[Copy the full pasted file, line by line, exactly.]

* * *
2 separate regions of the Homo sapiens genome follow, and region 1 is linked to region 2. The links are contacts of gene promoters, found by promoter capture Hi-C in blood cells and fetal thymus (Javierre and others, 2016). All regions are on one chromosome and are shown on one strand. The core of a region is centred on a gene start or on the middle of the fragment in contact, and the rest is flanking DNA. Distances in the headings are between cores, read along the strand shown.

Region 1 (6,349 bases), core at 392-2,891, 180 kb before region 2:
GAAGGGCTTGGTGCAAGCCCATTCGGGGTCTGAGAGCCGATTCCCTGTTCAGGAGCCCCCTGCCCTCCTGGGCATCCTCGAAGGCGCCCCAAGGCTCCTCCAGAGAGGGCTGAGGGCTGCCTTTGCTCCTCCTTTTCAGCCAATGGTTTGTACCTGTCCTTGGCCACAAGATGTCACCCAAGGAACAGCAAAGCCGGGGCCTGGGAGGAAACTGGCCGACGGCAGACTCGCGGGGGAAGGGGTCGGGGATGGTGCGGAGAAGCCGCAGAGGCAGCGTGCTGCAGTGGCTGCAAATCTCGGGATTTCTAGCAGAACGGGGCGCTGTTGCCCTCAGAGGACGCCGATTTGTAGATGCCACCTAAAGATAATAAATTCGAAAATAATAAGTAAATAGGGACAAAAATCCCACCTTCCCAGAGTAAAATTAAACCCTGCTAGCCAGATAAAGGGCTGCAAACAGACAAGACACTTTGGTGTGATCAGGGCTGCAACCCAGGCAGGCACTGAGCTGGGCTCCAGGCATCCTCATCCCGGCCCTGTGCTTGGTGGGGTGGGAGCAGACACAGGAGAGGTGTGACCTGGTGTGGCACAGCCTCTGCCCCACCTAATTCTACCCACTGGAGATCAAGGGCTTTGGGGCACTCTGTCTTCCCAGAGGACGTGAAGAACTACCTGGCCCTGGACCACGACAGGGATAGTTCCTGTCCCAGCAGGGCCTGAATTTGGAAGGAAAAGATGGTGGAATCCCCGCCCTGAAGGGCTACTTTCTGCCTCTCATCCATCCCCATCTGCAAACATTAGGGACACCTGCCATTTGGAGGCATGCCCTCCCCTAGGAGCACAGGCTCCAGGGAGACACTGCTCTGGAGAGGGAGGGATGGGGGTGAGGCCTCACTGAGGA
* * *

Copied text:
2 separate regions of the Homo sapiens genome follow, and region 1 is linked to region 2. The links are contacts of gene promoters, found by promoter capture Hi-C in blood cells and fetal thymus (Javierre and others, 2016). All regions are on one chromosome and are shown on one strand. The core of a region is centred on a gene start or on the middle of the fragment in contact, and the rest is flanking DNA. Distances in the headings are between cores, read along the strand shown.

Region 1 (6,349 bases), core at 392-2,891, 180 kb before region 2:
GAAGGGCTTGGTGCAAGCCCATTCGGGGTCTGAGAGCCGATTCCCTGTTCAGGAGCCCCCTGCCCTCCTGGGCATCCTCGAAGGCGCCCCAAGGCTCCTCCAGAGAGGGCTGAGGGCTGCCTTTGCTCCTCCTTTTCAGCCAATGGTTTGTACCTGTCCTTGGCCACAAGATGTCACCCAAGGAACAGCAAAGCCGGGGCCTGGGAGGAAACTGGCCGACGGCAGACTCGCGGGGGAAGGGGTCGGGGATGGTGCGGAGAAGCCGCAGAGGCAGCGTGCTGCAGTGGCTGCAAATCTCGGGATTTCTAGCAGAACGGGGCGCTGTTGCCCTCAGAGGACGCCGATTTGTAGATGCCACCTAAAGATAATAAATTCGAAAATAATAAGTAAATAGGGACAAAAATCCCACCTTCCCAGAGTAAAATTAAACCCTGCTAGCCAGATAAAGGGCTGCAAACAGACAAGACACTTTGGTGTGATCAGGGCTGCAACCCAGGCAGGCACTGAGCTGGGCTCCAGGCATCCTCATCCCGGCCCTGTGCTTGGTGGGGTGGGAGCAGACACAGGAGAGGTGTGACCTGGTGTGGCACAGCCTCTGCCCCACCTAATTCTACCCACTGGAGATCAAGGGCTTTGGGGCACTCTGTCTTCCCAGAGGACGTGAAGAACTACCTGGCCCTGGACCACGACAGGGATAGTTCCTGTCCCAGCAGGGCCTGAATTTGGAAGGAAAAGATGGTGGAATCCCCGCCCTGAAGGGCTACTTTCTGCCTCTCATCCATCCCCATCTGCAAACATTAGGGACACCTGCCATTTGGAGGCATGCCCTCCCCTAGGAGCACAGGCTCCAGGGAGACACTGCTCTGGAGAGGGAGGGATGGGGGTGAGGCCTCACTGAGGA